OLIVER WANG: Well, I think you are sort of comparing apples and oranges in those two cases. And I’m aware of the controversy around the Steely Dan nomination. And if Steely Dan had spent half their album or more sort of encouraging pedophilia -

NELSON GEORGE: …they spent more than half their career doing that. They been making songs like “Hey, 19″… that goes back to previous albums. It is not like Steely Dan is a group that has not walked the line – has not dealt with very aggressive and sometimes dark issues in their albums. But they are perceived as being adult music makers who know better and Eminem is not. I think there is a double standard very much at work.

RAY SUAREZ: Oliver Wang.

OLIVER WANG: Again, I think the issue with Eminem specifically is that there is definitely a line of satire that he takes. There is humor in his music and to a certain extent you could write off as he’s joking – but to me personally listening to the album there is a lot on there that to me did not seem like humor but actually seemed to speak to a certain pathology within Eminem in terms of his mistrust of the queer community — his mistrust and violence towards women and to me, I’m not advocating censorship by any means, but I do think that there is room, a valid room for public criticism against what he is doing and the album itself.

NELSON GEORGE: I absolutely agree with that. I think that what he has done is put a lot of things on the table. I think here is the thing: Why is Eminem popular? Several reasons, one is his wordsmith — his craftsmanship as an MC. Part is the music production of Dr. Dre and others, and part of it is there are levels of his message which are resonating with the audience. Now, we may not agree with that — the messages that are being presented — but it says something about the mentality that is around this country — especially among young men, that he speaks to. And I think that that is the issue. The issue is not Eminem per se – the issue is what he represents and what attitudes he is bringing to light. Both in a humorous way and sometimes in a very explicit way he is talking about the unease that a lot of young man have about their sexual identity – the unease some have about dealing with homosexuals and I think that is a valid thing to be discussing in American culture right now.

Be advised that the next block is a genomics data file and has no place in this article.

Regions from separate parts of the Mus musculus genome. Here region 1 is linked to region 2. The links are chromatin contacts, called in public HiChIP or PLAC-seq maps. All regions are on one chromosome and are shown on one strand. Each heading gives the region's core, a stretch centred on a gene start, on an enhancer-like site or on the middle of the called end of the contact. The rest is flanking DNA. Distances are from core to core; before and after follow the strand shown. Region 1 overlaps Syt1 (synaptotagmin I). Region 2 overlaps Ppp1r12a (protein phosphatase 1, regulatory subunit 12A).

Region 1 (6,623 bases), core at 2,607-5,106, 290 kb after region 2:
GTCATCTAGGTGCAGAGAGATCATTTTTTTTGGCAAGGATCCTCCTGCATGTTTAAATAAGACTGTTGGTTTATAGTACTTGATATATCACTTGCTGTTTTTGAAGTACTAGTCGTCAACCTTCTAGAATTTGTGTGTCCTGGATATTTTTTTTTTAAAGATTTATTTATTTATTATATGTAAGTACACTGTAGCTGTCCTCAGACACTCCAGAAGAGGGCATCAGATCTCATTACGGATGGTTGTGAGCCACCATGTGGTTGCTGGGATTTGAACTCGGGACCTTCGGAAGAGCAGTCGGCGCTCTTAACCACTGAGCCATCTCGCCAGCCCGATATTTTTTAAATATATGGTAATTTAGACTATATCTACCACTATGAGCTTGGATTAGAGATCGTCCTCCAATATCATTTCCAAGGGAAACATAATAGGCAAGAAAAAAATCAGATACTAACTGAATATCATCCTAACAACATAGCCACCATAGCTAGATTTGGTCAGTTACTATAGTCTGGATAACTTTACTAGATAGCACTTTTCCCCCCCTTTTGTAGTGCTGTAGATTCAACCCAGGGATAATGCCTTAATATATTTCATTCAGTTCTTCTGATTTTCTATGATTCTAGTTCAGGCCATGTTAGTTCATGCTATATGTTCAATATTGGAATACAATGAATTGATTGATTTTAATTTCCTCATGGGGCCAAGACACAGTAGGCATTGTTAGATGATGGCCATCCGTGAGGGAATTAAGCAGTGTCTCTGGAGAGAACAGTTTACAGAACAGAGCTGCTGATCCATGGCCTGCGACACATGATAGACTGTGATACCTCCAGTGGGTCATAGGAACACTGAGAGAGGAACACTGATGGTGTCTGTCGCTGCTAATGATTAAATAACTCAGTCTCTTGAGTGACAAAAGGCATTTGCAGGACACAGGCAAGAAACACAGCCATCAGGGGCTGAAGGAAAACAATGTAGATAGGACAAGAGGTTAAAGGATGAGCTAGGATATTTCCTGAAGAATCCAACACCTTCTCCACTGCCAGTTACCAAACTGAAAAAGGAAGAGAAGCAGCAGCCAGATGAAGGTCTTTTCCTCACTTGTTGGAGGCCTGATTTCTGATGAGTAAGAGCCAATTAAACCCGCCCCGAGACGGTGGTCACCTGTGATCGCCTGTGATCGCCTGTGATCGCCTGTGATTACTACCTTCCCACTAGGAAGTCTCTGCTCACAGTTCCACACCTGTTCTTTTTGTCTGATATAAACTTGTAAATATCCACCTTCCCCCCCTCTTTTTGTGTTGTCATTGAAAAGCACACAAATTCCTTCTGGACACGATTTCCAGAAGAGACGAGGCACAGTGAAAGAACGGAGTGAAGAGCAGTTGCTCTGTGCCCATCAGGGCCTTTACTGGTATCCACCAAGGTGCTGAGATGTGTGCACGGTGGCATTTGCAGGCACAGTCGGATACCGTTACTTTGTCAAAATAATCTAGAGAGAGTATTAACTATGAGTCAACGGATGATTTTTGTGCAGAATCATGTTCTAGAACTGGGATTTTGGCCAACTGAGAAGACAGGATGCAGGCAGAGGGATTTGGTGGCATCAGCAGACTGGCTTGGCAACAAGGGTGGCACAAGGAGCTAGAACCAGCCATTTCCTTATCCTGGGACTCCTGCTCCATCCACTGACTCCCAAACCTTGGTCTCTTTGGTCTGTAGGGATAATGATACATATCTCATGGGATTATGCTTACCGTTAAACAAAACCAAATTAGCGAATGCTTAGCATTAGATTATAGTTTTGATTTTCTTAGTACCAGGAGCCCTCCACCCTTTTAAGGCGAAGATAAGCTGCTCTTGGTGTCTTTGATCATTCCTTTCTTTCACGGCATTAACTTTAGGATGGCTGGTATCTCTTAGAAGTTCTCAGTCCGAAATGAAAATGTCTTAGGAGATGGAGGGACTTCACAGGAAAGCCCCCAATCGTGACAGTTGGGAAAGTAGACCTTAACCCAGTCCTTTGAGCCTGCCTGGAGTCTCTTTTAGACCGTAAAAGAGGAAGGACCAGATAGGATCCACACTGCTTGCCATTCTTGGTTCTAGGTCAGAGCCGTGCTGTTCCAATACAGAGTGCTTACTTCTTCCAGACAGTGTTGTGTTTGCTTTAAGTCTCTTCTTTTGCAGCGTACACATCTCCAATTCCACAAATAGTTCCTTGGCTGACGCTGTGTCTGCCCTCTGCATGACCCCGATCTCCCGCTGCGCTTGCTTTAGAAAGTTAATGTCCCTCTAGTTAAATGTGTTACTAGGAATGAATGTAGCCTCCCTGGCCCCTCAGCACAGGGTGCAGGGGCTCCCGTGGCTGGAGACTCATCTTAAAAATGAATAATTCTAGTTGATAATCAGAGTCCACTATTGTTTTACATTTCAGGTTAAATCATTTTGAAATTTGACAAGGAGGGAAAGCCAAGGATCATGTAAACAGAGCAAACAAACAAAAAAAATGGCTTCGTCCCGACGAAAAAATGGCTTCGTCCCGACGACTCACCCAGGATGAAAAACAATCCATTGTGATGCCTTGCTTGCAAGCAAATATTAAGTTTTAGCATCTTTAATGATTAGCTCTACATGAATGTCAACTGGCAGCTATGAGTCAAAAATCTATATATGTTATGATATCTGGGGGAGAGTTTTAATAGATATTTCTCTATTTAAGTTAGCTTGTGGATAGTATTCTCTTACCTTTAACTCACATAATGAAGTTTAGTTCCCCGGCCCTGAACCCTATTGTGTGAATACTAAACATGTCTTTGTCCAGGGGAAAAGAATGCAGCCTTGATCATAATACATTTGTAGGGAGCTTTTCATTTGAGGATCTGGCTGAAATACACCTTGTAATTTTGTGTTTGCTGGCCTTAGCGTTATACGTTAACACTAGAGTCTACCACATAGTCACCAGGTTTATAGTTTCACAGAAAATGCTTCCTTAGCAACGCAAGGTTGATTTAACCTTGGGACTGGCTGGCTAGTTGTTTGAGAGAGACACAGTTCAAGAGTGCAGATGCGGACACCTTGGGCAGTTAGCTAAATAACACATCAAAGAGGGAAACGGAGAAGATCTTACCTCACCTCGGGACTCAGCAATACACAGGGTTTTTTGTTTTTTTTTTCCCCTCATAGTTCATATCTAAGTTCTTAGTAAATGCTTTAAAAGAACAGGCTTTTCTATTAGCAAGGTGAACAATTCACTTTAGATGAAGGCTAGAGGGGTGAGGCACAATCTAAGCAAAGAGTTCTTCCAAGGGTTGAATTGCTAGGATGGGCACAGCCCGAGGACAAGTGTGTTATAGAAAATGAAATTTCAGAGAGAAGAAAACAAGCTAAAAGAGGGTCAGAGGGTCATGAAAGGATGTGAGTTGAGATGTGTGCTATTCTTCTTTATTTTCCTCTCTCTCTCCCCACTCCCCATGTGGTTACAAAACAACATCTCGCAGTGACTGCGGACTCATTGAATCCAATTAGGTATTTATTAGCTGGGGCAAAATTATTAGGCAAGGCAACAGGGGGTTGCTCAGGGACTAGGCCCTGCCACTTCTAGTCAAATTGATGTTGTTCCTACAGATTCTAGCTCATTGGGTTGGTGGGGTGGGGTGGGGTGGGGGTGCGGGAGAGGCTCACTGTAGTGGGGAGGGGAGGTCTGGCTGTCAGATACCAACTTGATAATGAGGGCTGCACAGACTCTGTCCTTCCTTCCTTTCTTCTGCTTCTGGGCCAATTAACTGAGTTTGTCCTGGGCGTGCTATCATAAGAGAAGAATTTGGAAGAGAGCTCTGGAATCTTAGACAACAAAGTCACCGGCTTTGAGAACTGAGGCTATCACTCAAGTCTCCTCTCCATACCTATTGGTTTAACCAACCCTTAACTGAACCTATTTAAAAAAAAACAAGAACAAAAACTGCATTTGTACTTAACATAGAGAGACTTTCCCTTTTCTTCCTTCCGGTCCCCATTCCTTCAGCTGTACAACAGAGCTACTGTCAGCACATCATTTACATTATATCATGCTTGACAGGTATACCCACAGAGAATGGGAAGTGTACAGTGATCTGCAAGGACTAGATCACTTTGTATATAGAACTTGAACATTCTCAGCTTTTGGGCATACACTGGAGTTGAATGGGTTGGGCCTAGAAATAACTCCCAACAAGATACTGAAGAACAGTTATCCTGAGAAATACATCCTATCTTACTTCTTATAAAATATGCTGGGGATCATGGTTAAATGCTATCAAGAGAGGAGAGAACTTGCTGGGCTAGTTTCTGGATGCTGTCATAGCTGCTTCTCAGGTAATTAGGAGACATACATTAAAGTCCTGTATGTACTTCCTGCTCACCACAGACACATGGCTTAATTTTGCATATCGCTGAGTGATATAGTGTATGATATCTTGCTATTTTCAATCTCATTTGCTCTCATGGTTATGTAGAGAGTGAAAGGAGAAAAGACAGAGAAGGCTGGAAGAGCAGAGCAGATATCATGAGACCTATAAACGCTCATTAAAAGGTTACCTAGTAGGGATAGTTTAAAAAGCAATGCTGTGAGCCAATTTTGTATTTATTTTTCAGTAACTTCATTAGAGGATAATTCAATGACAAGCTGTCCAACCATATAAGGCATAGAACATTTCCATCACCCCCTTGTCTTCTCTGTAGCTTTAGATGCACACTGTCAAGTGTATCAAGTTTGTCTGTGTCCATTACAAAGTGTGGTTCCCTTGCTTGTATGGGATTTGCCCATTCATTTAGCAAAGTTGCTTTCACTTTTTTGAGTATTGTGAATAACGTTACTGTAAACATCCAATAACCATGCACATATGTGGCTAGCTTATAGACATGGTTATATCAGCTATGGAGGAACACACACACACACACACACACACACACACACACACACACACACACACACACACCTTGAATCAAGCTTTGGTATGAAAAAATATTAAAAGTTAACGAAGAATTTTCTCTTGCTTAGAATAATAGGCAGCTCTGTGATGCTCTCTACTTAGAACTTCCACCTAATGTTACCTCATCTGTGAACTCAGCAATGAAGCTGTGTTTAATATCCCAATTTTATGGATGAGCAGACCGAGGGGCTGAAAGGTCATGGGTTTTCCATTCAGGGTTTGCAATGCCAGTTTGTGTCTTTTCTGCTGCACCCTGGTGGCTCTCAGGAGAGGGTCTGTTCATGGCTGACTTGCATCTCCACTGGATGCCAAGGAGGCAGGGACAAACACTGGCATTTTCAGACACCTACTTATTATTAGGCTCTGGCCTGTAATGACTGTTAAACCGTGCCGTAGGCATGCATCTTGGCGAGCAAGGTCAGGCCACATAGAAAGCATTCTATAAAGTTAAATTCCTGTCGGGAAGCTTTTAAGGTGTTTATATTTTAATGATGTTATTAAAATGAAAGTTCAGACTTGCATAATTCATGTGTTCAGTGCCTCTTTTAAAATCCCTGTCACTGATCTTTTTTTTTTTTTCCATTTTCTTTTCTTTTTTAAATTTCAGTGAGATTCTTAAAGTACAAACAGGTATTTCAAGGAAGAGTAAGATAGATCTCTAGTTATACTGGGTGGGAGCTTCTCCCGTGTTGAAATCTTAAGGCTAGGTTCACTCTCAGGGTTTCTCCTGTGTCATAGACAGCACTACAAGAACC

RAY SUAREZ: Oliver Wang, go ahead.

OLIVER WANG: Well, I’m not sure if he is discussing or advocating a certain line of action. I will say this much: Again I think that the focus should be less on Eminem as an artist and more in terms of whatever he is saying the album is disseminating. And, to me, what I find perturbing about all of the support that has been made publicly — especially in the last few days around Eminem — is that it reflects to me a value in which in America violence against gays, violence against women, is not simply accepted but in some ways sanctioned in terms if you look at propositions and legislation. And that what Eminem is speaking to — to his eight million fans and his rock critics — is an acceptable line of sort of rhetoric, which is that it’s okay to make jokes about bashing and killing gays, about killing women and maiming women because to some degree domestic violence and homophobia are things that are acceptable values. Again, if Eminem had made an album where he was slurring African Americans or slurring Jews, this situation would be quite different even if he was doing it with the same sort of humor that people are talking about. I think he would be run out of town instantly.

NELSON GEORGE: I think that hip hop has had a tradition — an unfortunate tradition in my view — of in fact slurring and attacking African Americans and having, being involved in some type of genocidal rhetoric. So it’s not a new thing. What Eminem is doing is taking — I’m not saying…

RAY SUAREZ: Gentlemen, we going to leave it there. Nelson George, Oliver Wang, thank you both.